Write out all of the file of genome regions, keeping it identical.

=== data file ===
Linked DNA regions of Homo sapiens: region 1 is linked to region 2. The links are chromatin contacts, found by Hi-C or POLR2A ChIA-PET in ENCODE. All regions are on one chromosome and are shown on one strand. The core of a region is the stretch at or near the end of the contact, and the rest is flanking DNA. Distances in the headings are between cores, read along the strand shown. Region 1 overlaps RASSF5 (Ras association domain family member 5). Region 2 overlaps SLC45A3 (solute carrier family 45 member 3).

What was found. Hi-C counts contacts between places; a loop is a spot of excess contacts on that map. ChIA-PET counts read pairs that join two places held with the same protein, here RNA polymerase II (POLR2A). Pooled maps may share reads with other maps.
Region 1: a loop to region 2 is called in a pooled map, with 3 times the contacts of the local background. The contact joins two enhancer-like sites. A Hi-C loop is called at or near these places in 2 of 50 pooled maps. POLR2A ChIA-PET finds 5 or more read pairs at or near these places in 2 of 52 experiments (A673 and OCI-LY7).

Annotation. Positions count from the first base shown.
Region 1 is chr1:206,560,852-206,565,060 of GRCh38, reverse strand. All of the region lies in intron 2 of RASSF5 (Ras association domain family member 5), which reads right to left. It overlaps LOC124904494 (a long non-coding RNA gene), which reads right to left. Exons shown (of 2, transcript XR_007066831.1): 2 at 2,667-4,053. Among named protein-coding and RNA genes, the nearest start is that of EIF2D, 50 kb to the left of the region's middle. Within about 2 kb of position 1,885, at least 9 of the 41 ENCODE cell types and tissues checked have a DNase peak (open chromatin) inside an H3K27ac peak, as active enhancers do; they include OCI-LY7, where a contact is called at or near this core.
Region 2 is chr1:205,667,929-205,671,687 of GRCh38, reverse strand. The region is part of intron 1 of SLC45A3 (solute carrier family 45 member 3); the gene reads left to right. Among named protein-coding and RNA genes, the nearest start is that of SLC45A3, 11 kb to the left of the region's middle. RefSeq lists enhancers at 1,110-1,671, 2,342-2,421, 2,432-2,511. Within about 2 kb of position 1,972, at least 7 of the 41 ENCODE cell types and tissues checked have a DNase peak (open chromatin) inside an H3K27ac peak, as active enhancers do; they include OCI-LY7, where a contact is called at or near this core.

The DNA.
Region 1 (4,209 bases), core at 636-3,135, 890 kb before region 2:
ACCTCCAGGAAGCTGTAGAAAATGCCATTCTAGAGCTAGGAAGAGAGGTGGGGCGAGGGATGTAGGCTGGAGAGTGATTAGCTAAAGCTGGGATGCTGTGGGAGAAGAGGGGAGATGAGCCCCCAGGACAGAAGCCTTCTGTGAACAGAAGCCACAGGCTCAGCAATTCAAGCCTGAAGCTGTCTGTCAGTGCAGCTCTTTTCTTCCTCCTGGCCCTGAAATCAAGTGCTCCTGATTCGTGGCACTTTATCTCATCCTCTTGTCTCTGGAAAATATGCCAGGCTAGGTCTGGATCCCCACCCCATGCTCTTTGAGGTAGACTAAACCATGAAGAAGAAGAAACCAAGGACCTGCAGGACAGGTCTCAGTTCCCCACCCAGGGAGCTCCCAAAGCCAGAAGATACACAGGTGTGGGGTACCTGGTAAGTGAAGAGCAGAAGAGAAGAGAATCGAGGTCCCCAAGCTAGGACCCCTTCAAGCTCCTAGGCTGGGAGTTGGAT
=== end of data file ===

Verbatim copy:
Linked DNA regions of Homo sapiens: region 1 is linked to region 2. The links are chromatin contacts, found by Hi-C or POLR2A ChIA-PET in ENCODE. All regions are on one chromosome and are shown on one strand. The core of a region is the stretch at or near the end of the contact, and the rest is flanking DNA. Distances in the headings are between cores, read along the strand shown. Region 1 overlaps RASSF5 (Ras association domain family member 5). Region 2 overlaps SLC45A3 (solute carrier family 45 member 3).

What was found. Hi-C counts contacts between places; a loop is a spot of excess contacts on that map. ChIA-PET counts read pairs that join two places held with the same protein, here RNA polymerase II (POLR2A). Pooled maps may share reads with other maps.
Region 1: a loop to region 2 is called in a pooled map, with 3 times the contacts of the local background. The contact joins two enhancer-like sites. A Hi-C loop is called at or near these places in 2 of 50 pooled maps. POLR2A ChIA-PET finds 5 or more read pairs at or near these places in 2 of 52 experiments (A673 and OCI-LY7).

Annotation. Positions count from the first base shown.
Region 1 is chr1:206,560,852-206,565,060 of GRCh38, reverse strand. All of the region lies in intron 2 of RASSF5 (Ras association domain family member 5), which reads right to left. It overlaps LOC124904494 (a long non-coding RNA gene), which reads right to left. Exons shown (of 2, transcript XR_007066831.1): 2 at 2,667-4,053. Among named protein-coding and RNA genes, the nearest start is that of EIF2D, 50 kb to the left of the region's middle. Within about 2 kb of position 1,885, at least 9 of the 41 ENCODE cell types and tissues checked have a DNase peak (open chromatin) inside an H3K27ac peak, as active enhancers do; they include OCI-LY7, where a contact is called at or near this core.
Region 2 is chr1:205,667,929-205,671,687 of GRCh38, reverse strand. The region is part of intron 1 of SLC45A3 (solute carrier family 45 member 3); the gene reads left to right. Among named protein-coding and RNA genes, the nearest start is that of SLC45A3, 11 kb to the left of the region's middle. RefSeq lists enhancers at 1,110-1,671, 2,342-2,421, 2,432-2,511. Within about 2 kb of position 1,972, at least 7 of the 41 ENCODE cell types and tissues checked have a DNase peak (open chromatin) inside an H3K27ac peak, as active enhancers do; they include OCI-LY7, where a contact is called at or near this core.

The DNA.
Region 1 (4,209 bases), core at 636-3,135, 890 kb before region 2:
ACCTCCAGGAAGCTGTAGAAAATGCCATTCTAGAGCTAGGAAGAGAGGTGGGGCGAGGGATGTAGGCTGGAGAGTGATTAGCTAAAGCTGGGATGCTGTGGGAGAAGAGGGGAGATGAGCCCCCAGGACAGAAGCCTTCTGTGAACAGAAGCCACAGGCTCAGCAATTCAAGCCTGAAGCTGTCTGTCAGTGCAGCTCTTTTCTTCCTCCTGGCCCTGAAATCAAGTGCTCCTGATTCGTGGCACTTTATCTCATCCTCTTGTCTCTGGAAAATATGCCAGGCTAGGTCTGGATCCCCACCCCATGCTCTTTGAGGTAGACTAAACCATGAAGAAGAAGAAACCAAGGACCTGCAGGACAGGTCTCAGTTCCCCACCCAGGGAGCTCCCAAAGCCAGAAGATACACAGGTGTGGGGTACCTGGTAAGTGAAGAGCAGAAGAGAAGAGAATCGAGGTCCCCAAGCTAGGACCCCTTCAAGCTCCTAGGCTGGGAGTTGGAT